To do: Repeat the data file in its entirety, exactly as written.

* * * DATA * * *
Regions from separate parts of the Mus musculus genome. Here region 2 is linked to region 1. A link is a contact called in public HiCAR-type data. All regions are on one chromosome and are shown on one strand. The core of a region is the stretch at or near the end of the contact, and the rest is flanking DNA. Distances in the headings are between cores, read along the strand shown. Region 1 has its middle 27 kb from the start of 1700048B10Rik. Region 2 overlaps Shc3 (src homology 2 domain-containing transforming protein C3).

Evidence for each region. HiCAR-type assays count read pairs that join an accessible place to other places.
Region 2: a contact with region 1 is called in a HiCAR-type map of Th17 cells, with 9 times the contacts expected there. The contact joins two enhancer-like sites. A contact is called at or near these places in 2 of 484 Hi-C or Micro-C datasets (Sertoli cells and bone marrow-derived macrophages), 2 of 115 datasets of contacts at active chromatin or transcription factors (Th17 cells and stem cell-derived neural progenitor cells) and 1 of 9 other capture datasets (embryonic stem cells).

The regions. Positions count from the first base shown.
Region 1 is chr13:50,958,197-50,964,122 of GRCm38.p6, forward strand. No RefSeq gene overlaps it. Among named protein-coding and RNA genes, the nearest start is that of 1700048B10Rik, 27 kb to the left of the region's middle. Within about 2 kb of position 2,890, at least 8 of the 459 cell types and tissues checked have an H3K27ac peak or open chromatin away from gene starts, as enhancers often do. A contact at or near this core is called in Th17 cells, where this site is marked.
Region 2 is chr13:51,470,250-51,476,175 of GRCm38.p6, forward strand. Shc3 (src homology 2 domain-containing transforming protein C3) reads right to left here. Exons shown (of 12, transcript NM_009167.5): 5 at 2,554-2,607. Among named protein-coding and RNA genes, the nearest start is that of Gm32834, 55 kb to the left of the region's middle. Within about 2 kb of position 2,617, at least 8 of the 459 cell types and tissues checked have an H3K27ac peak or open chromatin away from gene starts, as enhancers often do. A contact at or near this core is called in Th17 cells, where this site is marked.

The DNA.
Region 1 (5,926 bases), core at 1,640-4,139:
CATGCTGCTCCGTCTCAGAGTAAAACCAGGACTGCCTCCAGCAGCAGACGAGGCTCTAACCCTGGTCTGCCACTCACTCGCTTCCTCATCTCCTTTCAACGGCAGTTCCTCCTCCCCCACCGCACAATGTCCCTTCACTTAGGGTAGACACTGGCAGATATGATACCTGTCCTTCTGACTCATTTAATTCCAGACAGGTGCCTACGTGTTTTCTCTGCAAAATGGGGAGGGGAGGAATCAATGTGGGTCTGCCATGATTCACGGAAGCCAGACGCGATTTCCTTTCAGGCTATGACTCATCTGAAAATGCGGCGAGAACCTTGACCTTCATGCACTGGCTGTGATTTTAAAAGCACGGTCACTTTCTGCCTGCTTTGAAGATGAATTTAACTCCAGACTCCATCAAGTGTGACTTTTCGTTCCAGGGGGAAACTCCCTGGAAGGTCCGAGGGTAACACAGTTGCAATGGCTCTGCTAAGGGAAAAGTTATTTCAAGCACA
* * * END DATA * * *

Regions from separate parts of the Mus musculus genome. Here region 2 is linked to region 1. A link is a contact called in public HiCAR-type data. All regions are on one chromosome and are shown on one strand. The core of a region is the stretch at or near the end of the contact, and the rest is flanking DNA. Distances in the headings are between cores, read along the strand shown. Region 1 has its middle 27 kb from the start of 1700048B10Rik. Region 2 overlaps Shc3 (src homology 2 domain-containing transforming protein C3).

Evidence for each region. HiCAR-type assays count read pairs that join an accessible place to other places.
Region 2: a contact with region 1 is called in a HiCAR-type map of Th17 cells, with 9 times the contacts expected there. The contact joins two enhancer-like sites. A contact is called at or near these places in 2 of 484 Hi-C or Micro-C datasets (Sertoli cells and bone marrow-derived macrophages), 2 of 115 datasets of contacts at active chromatin or transcription factors (Th17 cells and stem cell-derived neural progenitor cells) and 1 of 9 other capture datasets (embryonic stem cells).

The regions. Positions count from the first base shown.
Region 1 is chr13:50,958,197-50,964,122 of GRCm38.p6, forward strand. No RefSeq gene overlaps it. Among named protein-coding and RNA genes, the nearest start is that of 1700048B10Rik, 27 kb to the left of the region's middle. Within about 2 kb of position 2,890, at least 8 of the 459 cell types and tissues checked have an H3K27ac peak or open chromatin away from gene starts, as enhancers often do. A contact at or near this core is called in Th17 cells, where this site is marked.
Region 2 is chr13:51,470,250-51,476,175 of GRCm38.p6, forward strand. Shc3 (src homology 2 domain-containing transforming protein C3) reads right to left here. Exons shown (of 12, transcript NM_009167.5): 5 at 2,554-2,607. Among named protein-coding and RNA genes, the nearest start is that of Gm32834, 55 kb to the left of the region's middle. Within about 2 kb of position 2,617, at least 8 of the 459 cell types and tissues checked have an H3K27ac peak or open chromatin away from gene starts, as enhancers often do. A contact at or near this core is called in Th17 cells, where this site is marked.

The DNA.
Region 1 (5,926 bases), core at 1,640-4,139:
CATGCTGCTCCGTCTCAGAGTAAAACCAGGACTGCCTCCAGCAGCAGACGAGGCTCTAACCCTGGTCTGCCACTCACTCGCTTCCTCATCTCCTTTCAACGGCAGTTCCTCCTCCCCCACCGCACAATGTCCCTTCACTTAGGGTAGACACTGGCAGATATGATACCTGTCCTTCTGACTCATTTAATTCCAGACAGGTGCCTACGTGTTTTCTCTGCAAAATGGGGAGGGGAGGAATCAATGTGGGTCTGCCATGATTCACGGAAGCCAGACGCGATTTCCTTTCAGGCTATGACTCATCTGAAAATGCGGCGAGAACCTTGACCTTCATGCACTGGCTGTGATTTTAAAAGCACGGTCACTTTCTGCCTGCTTTGAAGATGAATTTAACTCCAGACTCCATCAAGTGTGACTTTTCGTTCCAGGGGGAAACTCCCTGGAAGGTCCGAGGGTAACACAGTTGCAATGGCTCTGCTAAGGGAAAAGTTATTTCAAGCACA